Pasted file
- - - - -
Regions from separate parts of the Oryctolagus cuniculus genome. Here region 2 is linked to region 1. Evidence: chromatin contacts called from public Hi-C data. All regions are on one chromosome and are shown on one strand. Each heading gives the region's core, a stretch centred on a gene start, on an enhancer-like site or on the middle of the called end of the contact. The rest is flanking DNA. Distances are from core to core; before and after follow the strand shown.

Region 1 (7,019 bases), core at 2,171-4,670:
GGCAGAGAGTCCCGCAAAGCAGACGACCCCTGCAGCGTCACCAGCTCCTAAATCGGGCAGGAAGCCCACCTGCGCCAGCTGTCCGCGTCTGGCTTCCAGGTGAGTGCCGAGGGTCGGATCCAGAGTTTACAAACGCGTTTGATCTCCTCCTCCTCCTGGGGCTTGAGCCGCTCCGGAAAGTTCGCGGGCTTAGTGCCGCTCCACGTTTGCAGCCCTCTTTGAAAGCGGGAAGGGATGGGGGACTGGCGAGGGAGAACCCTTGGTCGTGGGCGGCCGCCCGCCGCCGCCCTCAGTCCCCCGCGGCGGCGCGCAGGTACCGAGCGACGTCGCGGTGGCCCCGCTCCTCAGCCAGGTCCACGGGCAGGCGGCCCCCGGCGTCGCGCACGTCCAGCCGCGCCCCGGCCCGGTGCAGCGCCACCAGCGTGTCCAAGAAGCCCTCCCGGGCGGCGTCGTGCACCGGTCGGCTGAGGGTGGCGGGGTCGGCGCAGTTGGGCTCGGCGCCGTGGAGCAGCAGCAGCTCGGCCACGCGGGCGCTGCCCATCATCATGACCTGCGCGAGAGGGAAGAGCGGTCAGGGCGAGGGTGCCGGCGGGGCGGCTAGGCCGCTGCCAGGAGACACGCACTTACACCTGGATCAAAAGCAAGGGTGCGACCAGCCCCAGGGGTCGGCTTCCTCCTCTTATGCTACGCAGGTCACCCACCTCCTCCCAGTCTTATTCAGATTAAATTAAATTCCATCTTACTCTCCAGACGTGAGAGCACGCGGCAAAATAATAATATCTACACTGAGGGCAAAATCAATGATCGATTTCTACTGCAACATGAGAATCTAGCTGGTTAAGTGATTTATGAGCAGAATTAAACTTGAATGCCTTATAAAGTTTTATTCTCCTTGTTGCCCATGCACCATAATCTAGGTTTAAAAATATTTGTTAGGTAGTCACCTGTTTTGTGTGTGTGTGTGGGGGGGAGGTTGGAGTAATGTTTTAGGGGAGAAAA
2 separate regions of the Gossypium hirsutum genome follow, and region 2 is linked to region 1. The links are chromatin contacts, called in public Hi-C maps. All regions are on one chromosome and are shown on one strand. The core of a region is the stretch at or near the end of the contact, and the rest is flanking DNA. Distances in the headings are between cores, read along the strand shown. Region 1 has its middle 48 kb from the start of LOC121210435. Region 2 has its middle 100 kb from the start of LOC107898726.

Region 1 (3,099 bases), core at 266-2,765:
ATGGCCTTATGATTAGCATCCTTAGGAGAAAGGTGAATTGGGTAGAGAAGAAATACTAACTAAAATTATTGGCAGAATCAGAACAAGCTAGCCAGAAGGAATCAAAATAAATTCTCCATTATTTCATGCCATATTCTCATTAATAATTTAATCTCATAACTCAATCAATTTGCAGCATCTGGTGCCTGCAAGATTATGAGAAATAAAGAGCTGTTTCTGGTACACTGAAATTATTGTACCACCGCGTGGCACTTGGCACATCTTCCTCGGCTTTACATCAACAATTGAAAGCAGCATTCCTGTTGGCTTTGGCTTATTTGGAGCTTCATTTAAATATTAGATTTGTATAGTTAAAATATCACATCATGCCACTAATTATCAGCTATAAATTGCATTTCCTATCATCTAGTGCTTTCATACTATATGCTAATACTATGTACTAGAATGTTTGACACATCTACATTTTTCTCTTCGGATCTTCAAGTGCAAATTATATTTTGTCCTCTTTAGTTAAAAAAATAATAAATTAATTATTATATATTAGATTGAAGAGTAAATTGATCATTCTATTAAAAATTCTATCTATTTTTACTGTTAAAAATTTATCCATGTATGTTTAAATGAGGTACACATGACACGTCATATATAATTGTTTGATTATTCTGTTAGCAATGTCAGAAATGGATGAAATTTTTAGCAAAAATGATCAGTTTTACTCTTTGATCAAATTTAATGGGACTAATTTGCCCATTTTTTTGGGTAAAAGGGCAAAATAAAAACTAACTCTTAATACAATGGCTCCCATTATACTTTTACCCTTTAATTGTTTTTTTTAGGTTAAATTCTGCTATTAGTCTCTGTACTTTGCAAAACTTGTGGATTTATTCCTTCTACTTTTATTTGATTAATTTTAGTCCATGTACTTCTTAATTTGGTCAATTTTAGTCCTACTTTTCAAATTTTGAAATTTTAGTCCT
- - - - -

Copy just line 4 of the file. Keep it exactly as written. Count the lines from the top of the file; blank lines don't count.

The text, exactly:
2 separate regions of the Gossypium hirsutum genome follow, and region 2 is linked to region 1. The links are chromatin contacts, called in public Hi-C maps. All regions are on one chromosome and are shown on one strand. The core of a region is the stretch at or near the end of the contact, and the rest is flanking DNA. Distances in the headings are between cores, read along the strand shown. Region 1 has its middle 48 kb from the start of LOC121210435. Region 2 has its middle 100 kb from the start of LOC107898726.